Housing crunch squeezes Beaver Creek ski instructors | VailDaily.com

Housing crunch squeezes Beaver Creek ski instructors

Melanie Wong
Vail, CO Colorado
Kristen Anderson/Vail DailyHeather de Manigold stands in front of her friend's Homestead home, nito which she moved about a week ago.

AVON, Colorado ” Every day when the lifts stop running, ski instructor Ben Smith says good-bye to his students, heads off the mountain, and wonders where he will sleep that night.

Smith, who asked that his real name not be used, has been homeless for several weeks since arriving in the Vail Valley in December.

He has been an involuntary ski bum ” living in his makeshift camper van and moving to different parking lots around town. Sometimes he camps on Tennessee Pass, and every few days he goes down to the hot springs in Glenwood Springs to take a bath, he said.

Finding a place at the height of the ski season is nearly impossible, and he can’t afford the places that are available, Smith said.

Smith, 52, admitted he is no stranger to the “ski bum” lifestyle. He has skied around the country and camped in his van before, but this situation is not what he expected, he said.

Smith and a friend, Heather de Manigold, arrived in town two days after Christmas from North Carolina to be Beaver Creek ski instructors.

It was supposed to be a change of pace, said Smith, who left his job as an optician to come to the valley, but now he wonders if he should stay. “I’d love to hang out and make it till the end of April, but it gets pretty old being in the van all the time,” he said.

Smith and de Manigold said thought they would be provided with employee housing, but found out upon arriving that Vail Resorts’ employee housing was completely full.

“We were moving out here under the impression was that there would be housing available, and we found out when we arrived, there was not,” de Manigold said. “We were told, ‘It’s pretty bad everywhere.'”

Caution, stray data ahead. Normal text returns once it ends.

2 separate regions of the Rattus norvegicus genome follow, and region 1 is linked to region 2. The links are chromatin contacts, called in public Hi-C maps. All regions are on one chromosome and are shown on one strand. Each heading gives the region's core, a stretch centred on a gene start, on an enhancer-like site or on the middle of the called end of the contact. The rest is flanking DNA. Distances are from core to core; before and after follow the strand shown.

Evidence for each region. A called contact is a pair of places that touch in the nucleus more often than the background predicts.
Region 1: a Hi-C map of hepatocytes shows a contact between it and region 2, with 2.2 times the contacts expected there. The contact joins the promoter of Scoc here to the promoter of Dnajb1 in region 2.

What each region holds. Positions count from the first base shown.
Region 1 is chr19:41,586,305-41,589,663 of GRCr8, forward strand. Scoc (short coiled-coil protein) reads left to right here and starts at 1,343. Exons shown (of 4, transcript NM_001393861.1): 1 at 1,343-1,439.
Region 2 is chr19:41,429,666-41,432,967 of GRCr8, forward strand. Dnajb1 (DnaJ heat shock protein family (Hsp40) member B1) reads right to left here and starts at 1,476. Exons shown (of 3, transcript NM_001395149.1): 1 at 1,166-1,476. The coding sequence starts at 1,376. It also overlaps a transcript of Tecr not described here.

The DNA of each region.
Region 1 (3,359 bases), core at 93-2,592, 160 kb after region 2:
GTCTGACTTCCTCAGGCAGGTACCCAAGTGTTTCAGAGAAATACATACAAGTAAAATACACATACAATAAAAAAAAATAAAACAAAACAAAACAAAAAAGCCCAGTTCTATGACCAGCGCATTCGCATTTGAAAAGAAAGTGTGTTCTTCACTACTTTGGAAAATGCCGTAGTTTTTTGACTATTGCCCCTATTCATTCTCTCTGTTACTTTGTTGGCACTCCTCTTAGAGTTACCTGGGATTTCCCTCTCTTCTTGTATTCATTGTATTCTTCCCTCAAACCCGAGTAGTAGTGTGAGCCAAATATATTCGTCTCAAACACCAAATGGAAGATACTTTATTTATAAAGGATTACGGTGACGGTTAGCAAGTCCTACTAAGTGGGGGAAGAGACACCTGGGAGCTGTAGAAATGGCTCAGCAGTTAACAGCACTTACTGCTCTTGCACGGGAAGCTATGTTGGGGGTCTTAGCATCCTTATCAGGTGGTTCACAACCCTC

Both ended up living in their cars. After a week and a half, de Manigold found a place to live through a friend, but Smith is still searching for a place.

While they knew that the area was more expensive, the lack of housing and cost of living in the valley surprised both of them, the ski instructors said.

“I like the job, and I like working with the kids, but it’s just frustrating how expensive it is to live here, especially starting out at $10 an hour. I had no idea (cost of living) was this high,” Smith said. “I don’t know how anyone can make it here on that wage.”

Smith said he is more than 60 people down on the waiting list for employee housing, and they do not allow dogs, so he would have to give up his dog Buster. He knows of other instructors looking for housing too, but many already knew people coming here and are “couch surfing.”

Having friends in town, or getting his first full paycheck, for that matter, would help him find a place, Smith said.

De Manigold said that a week before arriving, she looked in the newspaper and Craig’s List for rentals, but could not find anything. “I even talked to a real estate agent, and she told me that she has never seen the (housing situation) like this,” she said.

The resort does not have any employee showers or bathrooms, and there are no public facilities in the area, so keeping clean and put together was a hassle, de Manigold said.

“It was aggravating,” she said. ” And you still have to be at work at 8:30 a.m. clean and happy.”

Any employee that arrives after mid-December is told that the later they come, the less housing is available, said Kelly Ladyga, Vail Resorts director of communications.

“We told them that we would make every attempt to provide them housing. We said we could not guarantee them a space, but would try to find them something, even temporary,” Ladyga said.

When housing is filled, the resort will try to double the occupancy of employee apartments, she said.

Vail Resorts provides about 3,000 employee beds, mostly to seasonal workers in entry-level positions, such as ski instructors or lift operators. In the valley, Vail Resorts owns some units and also rents some from the towns. But this year there has been a shortage, Ladyga admitted.

“This is the first time in five or six years that we’ve rented from a third party because employee housing is full,” she said. “It’s an issue of great importance to us and we’ve worked really hard to provide these resources to employees. But right now there is a waiting list for every housing unit.”

Staff Writer Melanie Wong can be reached at 748-2928 or mwong@vaildaily.com.

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